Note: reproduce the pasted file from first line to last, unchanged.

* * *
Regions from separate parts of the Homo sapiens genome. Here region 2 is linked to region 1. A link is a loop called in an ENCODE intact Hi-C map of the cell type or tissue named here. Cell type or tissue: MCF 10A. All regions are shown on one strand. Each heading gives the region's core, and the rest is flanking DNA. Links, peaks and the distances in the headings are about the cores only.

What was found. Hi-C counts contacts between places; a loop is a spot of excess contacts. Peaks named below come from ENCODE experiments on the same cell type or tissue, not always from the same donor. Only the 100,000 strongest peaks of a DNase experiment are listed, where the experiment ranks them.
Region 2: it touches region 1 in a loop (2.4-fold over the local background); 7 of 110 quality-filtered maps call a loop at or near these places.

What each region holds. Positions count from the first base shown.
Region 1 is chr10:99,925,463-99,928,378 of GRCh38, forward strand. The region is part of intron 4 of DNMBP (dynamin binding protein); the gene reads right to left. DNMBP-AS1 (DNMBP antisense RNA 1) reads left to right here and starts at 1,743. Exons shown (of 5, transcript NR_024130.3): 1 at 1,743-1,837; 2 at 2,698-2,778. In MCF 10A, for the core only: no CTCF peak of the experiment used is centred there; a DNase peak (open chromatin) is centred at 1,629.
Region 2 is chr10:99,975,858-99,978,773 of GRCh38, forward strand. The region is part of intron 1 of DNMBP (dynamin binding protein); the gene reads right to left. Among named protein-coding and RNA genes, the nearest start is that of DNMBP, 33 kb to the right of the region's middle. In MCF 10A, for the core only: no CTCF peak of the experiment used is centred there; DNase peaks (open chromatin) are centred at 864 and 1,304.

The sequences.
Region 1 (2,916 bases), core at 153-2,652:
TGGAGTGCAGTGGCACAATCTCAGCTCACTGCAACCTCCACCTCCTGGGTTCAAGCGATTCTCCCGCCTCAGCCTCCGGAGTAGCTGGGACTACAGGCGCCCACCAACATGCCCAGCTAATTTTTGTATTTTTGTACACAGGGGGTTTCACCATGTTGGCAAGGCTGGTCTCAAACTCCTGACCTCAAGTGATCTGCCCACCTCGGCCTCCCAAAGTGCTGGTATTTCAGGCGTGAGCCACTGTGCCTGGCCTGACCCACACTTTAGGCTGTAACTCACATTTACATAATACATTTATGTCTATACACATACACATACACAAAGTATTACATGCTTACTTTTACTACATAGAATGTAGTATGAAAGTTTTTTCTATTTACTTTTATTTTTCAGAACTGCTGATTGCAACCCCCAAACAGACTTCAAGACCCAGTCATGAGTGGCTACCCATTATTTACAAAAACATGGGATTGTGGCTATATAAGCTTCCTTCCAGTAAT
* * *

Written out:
Regions from separate parts of the Homo sapiens genome. Here region 2 is linked to region 1. A link is a loop called in an ENCODE intact Hi-C map of the cell type or tissue named here. Cell type or tissue: MCF 10A. All regions are shown on one strand. Each heading gives the region's core, and the rest is flanking DNA. Links, peaks and the distances in the headings are about the cores only.

What was found. Hi-C counts contacts between places; a loop is a spot of excess contacts. Peaks named below come from ENCODE experiments on the same cell type or tissue, not always from the same donor. Only the 100,000 strongest peaks of a DNase experiment are listed, where the experiment ranks them.
Region 2: it touches region 1 in a loop (2.4-fold over the local background); 7 of 110 quality-filtered maps call a loop at or near these places.

What each region holds. Positions count from the first base shown.
Region 1 is chr10:99,925,463-99,928,378 of GRCh38, forward strand. The region is part of intron 4 of DNMBP (dynamin binding protein); the gene reads right to left. DNMBP-AS1 (DNMBP antisense RNA 1) reads left to right here and starts at 1,743. Exons shown (of 5, transcript NR_024130.3): 1 at 1,743-1,837; 2 at 2,698-2,778. In MCF 10A, for the core only: no CTCF peak of the experiment used is centred there; a DNase peak (open chromatin) is centred at 1,629.
Region 2 is chr10:99,975,858-99,978,773 of GRCh38, forward strand. The region is part of intron 1 of DNMBP (dynamin binding protein); the gene reads right to left. Among named protein-coding and RNA genes, the nearest start is that of DNMBP, 33 kb to the right of the region's middle. In MCF 10A, for the core only: no CTCF peak of the experiment used is centred there; DNase peaks (open chromatin) are centred at 864 and 1,304.

The sequences.
Region 1 (2,916 bases), core at 153-2,652:
TGGAGTGCAGTGGCACAATCTCAGCTCACTGCAACCTCCACCTCCTGGGTTCAAGCGATTCTCCCGCCTCAGCCTCCGGAGTAGCTGGGACTACAGGCGCCCACCAACATGCCCAGCTAATTTTTGTATTTTTGTACACAGGGGGTTTCACCATGTTGGCAAGGCTGGTCTCAAACTCCTGACCTCAAGTGATCTGCCCACCTCGGCCTCCCAAAGTGCTGGTATTTCAGGCGTGAGCCACTGTGCCTGGCCTGACCCACACTTTAGGCTGTAACTCACATTTACATAATACATTTATGTCTATACACATACACATACACAAAGTATTACATGCTTACTTTTACTACATAGAATGTAGTATGAAAGTTTTTTCTATTTACTTTTATTTTTCAGAACTGCTGATTGCAACCCCCAAACAGACTTCAAGACCCAGTCATGAGTGGCTACCCATTATTTACAAAAACATGGGATTGTGGCTATATAAGCTTCCTTCCAGTAAT